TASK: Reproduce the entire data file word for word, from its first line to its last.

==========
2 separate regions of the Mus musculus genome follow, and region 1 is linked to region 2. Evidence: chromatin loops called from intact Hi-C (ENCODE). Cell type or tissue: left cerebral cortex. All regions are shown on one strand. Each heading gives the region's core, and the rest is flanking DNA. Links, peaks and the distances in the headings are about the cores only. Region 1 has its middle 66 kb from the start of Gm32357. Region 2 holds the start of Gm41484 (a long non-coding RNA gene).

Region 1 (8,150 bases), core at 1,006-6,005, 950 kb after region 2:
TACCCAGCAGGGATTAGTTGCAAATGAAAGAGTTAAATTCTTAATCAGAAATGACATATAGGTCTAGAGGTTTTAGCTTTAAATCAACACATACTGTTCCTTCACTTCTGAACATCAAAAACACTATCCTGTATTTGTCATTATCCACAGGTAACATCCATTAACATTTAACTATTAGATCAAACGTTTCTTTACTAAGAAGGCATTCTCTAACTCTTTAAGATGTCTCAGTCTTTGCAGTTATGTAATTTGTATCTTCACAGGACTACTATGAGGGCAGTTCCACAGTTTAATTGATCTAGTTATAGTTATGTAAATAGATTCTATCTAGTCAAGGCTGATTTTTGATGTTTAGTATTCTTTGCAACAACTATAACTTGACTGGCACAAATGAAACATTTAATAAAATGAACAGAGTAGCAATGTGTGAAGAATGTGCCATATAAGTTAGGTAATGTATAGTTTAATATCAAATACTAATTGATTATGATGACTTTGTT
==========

2 separate regions of the Mus musculus genome follow, and region 1 is linked to region 2. Evidence: chromatin loops called from intact Hi-C (ENCODE). Cell type or tissue: left cerebral cortex. All regions are shown on one strand. Each heading gives the region's core, and the rest is flanking DNA. Links, peaks and the distances in the headings are about the cores only. Region 1 has its middle 66 kb from the start of Gm32357. Region 2 holds the start of Gm41484 (a long non-coding RNA gene).

Region 1 (8,150 bases), core at 1,006-6,005, 950 kb after region 2:
TACCCAGCAGGGATTAGTTGCAAATGAAAGAGTTAAATTCTTAATCAGAAATGACATATAGGTCTAGAGGTTTTAGCTTTAAATCAACACATACTGTTCCTTCACTTCTGAACATCAAAAACACTATCCTGTATTTGTCATTATCCACAGGTAACATCCATTAACATTTAACTATTAGATCAAACGTTTCTTTACTAAGAAGGCATTCTCTAACTCTTTAAGATGTCTCAGTCTTTGCAGTTATGTAATTTGTATCTTCACAGGACTACTATGAGGGCAGTTCCACAGTTTAATTGATCTAGTTATAGTTATGTAAATAGATTCTATCTAGTCAAGGCTGATTTTTGATGTTTAGTATTCTTTGCAACAACTATAACTTGACTGGCACAAATGAAACATTTAATAAAATGAACAGAGTAGCAATGTGTGAAGAATGTGCCATATAAGTTAGGTAATGTATAGTTTAATATCAAATACTAATTGATTATGATGACTTTGTT